It is the only town in the Cinque Terre that does not have direct access to the sea, but it is the one from which the sea is best seen. Corniglia, located between Manarola and Monterosso, stands on a spur of rock about ninety meters high, a promontory that dominates the entire coast of the Cinque Terre at 180 degrees. It seems difficult, Corniglia, starting from the access stairway that climbs up from the station, steps corroded by salt that seem to never end. But when you reach the top, the spell opens up: alleys and squares, shops and restaurants. The Church of San Pietro, splendor of Ligurian-Gothic art.
Alleyways teeming with beautiful people from all over the world, artists and young people. The sea glistens below, but it is not unreachable. From the town you can reach the marina of Corniglia, used by its inhabitants for the shelter of boats; and the beach of Guvano, which can be conquered by going down and along the sea, famous for its wild beauty and because it is frequented by naturist tourism.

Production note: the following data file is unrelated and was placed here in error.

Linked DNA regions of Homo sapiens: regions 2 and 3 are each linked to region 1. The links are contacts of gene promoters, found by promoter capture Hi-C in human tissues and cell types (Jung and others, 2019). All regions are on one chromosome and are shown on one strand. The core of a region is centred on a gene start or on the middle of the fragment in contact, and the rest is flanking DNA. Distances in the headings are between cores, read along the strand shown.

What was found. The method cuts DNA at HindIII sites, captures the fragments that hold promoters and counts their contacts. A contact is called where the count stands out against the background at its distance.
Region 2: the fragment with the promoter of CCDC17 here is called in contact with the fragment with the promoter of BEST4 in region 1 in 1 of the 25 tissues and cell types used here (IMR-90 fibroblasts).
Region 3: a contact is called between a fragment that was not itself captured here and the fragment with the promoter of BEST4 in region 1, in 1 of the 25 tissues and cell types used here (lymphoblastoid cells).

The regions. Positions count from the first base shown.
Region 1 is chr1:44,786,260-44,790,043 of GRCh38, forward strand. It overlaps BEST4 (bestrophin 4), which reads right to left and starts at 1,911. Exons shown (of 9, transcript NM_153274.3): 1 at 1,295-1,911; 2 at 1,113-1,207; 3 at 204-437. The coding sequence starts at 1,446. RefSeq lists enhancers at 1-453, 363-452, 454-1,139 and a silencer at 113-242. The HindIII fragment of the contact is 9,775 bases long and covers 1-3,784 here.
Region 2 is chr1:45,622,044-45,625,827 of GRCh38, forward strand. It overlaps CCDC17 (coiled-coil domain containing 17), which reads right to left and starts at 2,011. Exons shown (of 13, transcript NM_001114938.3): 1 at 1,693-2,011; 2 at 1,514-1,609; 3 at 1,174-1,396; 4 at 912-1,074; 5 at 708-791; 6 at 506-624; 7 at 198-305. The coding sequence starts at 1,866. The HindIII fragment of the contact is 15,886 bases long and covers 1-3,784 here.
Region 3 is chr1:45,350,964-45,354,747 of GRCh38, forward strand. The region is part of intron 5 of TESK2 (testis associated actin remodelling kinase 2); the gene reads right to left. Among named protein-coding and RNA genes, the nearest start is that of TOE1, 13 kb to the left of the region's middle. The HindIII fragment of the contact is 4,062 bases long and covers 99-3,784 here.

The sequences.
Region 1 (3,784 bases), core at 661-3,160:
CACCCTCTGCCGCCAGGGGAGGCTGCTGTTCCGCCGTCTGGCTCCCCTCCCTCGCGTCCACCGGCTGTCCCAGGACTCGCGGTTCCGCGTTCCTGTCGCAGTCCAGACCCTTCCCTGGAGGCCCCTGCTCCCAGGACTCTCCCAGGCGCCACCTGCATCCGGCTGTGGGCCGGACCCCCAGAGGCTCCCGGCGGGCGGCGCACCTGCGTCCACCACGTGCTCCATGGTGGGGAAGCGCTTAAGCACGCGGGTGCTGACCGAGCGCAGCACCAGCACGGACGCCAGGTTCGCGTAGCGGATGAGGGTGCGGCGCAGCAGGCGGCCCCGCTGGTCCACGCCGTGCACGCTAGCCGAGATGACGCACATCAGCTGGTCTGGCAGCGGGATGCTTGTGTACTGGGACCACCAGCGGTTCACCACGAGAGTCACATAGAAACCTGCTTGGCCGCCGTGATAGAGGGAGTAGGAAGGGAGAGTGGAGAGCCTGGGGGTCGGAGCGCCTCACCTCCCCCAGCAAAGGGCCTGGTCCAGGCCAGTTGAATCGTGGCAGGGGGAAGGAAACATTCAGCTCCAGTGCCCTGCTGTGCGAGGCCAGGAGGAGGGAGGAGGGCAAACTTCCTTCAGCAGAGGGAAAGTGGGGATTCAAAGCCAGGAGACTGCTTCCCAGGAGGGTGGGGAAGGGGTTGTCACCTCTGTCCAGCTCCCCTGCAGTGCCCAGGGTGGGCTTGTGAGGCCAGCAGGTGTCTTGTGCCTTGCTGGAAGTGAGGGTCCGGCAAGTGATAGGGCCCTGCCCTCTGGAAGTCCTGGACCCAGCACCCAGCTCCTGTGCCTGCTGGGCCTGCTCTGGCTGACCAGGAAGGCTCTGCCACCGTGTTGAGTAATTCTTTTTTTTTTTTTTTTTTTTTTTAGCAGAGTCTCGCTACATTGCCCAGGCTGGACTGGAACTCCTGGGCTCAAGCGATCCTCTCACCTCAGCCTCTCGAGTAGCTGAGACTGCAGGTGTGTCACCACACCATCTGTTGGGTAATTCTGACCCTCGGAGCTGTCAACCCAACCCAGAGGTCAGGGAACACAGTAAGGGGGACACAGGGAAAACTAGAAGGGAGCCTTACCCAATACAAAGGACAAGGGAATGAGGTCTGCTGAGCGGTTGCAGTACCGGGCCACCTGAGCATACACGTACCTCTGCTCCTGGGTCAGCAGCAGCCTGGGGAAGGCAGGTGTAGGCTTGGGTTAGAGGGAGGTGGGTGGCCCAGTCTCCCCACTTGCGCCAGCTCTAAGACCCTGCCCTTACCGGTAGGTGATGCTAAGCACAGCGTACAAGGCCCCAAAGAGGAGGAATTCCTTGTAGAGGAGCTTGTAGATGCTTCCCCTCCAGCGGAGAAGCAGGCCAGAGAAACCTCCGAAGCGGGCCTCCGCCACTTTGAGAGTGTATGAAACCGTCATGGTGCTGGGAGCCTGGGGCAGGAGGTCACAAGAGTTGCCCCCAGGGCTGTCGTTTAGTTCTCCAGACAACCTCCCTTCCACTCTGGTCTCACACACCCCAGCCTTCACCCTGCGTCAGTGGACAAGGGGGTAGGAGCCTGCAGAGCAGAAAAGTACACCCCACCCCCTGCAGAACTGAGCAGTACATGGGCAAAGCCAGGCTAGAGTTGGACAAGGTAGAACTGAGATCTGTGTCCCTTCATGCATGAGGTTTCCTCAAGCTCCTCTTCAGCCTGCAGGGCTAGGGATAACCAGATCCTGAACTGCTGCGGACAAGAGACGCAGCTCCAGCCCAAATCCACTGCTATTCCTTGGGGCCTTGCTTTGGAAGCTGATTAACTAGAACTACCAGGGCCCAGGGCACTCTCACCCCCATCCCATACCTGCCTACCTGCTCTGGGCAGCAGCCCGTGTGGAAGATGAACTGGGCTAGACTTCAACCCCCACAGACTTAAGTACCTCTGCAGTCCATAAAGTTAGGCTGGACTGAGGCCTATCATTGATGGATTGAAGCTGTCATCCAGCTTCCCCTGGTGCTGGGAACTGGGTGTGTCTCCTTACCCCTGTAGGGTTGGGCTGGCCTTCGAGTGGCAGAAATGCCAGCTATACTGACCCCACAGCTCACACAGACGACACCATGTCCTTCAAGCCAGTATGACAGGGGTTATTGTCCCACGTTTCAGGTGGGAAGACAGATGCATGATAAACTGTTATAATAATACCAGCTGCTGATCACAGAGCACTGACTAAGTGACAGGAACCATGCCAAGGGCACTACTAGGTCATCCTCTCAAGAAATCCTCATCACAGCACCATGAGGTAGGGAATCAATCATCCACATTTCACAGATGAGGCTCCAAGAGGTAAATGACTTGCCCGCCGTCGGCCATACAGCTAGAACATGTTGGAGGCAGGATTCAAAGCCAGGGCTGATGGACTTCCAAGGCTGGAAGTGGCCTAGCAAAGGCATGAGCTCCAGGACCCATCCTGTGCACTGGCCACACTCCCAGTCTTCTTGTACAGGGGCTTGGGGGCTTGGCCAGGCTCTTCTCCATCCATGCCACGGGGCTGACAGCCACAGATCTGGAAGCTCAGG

Corniglia stands out for its manifestations: the Church of San Pietro is home to the “5 Terre organ festival” every summer; for the Feast of the Patron Saint, on 29 June, the whole village comes alive with celebration and it is possible to taste the typical specialty of Corniglia, the rice cake. Also in Corniglia the cultivation of vines in the terraces and the production of wine is flourishing, so much so that the good glass of “Vernaccia di Corniglia” is mentioned in a passage from Boccaccio’s Decameron.
Numerous artists have stayed in the village, such as Trento Longaretti and Michele Pistoletto. And for several years, Enrico Rava’s trumpet resounded among the walls of the narrow alleys. The best way to reach Corniglia is by rail, but the town is connected with all the main trails of the Cinque Terre.